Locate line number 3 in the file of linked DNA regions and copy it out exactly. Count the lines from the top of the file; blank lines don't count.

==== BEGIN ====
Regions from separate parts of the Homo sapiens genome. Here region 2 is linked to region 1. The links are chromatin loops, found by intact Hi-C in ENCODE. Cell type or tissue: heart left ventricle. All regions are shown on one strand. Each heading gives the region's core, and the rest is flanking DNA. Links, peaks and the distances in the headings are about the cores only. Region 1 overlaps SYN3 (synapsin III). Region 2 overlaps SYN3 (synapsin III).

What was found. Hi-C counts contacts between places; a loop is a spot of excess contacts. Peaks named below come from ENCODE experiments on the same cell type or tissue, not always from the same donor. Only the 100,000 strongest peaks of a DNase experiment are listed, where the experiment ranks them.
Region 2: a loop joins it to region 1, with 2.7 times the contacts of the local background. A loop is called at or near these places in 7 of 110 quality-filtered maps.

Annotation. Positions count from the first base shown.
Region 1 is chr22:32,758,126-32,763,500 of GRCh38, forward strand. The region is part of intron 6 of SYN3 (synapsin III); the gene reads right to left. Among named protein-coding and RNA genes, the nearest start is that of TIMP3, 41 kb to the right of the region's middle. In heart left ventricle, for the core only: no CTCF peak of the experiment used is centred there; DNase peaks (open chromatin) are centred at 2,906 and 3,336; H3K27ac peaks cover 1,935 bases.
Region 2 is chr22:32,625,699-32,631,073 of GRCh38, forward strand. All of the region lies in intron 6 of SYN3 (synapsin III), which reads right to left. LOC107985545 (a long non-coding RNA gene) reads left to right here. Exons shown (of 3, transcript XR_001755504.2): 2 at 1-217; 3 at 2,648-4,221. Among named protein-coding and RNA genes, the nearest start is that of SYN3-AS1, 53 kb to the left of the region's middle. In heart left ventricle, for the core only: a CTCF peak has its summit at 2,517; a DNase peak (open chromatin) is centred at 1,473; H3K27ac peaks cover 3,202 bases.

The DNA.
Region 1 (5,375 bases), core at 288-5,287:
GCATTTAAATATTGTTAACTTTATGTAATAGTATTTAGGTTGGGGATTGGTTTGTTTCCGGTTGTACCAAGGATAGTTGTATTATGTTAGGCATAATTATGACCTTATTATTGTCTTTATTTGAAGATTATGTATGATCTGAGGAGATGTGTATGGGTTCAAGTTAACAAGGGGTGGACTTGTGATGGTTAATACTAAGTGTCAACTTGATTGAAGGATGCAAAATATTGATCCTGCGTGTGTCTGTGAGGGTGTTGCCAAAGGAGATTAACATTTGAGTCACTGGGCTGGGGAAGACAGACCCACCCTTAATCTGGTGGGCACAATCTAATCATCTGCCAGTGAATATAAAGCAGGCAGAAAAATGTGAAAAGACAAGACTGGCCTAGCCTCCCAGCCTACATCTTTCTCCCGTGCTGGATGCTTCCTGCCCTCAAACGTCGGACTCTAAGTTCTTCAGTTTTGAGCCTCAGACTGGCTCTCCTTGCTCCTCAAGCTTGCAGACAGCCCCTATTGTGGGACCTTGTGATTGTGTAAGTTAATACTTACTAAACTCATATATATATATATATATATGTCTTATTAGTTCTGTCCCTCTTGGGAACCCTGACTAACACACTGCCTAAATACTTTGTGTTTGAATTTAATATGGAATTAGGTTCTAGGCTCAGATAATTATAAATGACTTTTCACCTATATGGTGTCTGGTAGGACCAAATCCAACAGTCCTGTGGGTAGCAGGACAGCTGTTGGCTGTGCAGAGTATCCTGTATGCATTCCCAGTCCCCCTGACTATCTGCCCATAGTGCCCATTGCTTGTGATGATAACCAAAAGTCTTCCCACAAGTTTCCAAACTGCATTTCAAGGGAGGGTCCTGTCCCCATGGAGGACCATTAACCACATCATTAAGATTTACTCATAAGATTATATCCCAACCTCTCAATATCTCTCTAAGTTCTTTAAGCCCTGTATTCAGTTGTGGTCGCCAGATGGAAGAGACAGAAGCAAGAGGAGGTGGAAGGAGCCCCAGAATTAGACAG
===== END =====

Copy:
Region 2: a loop joins it to region 1, with 2.7 times the contacts of the local background. A loop is called at or near these places in 7 of 110 quality-filtered maps.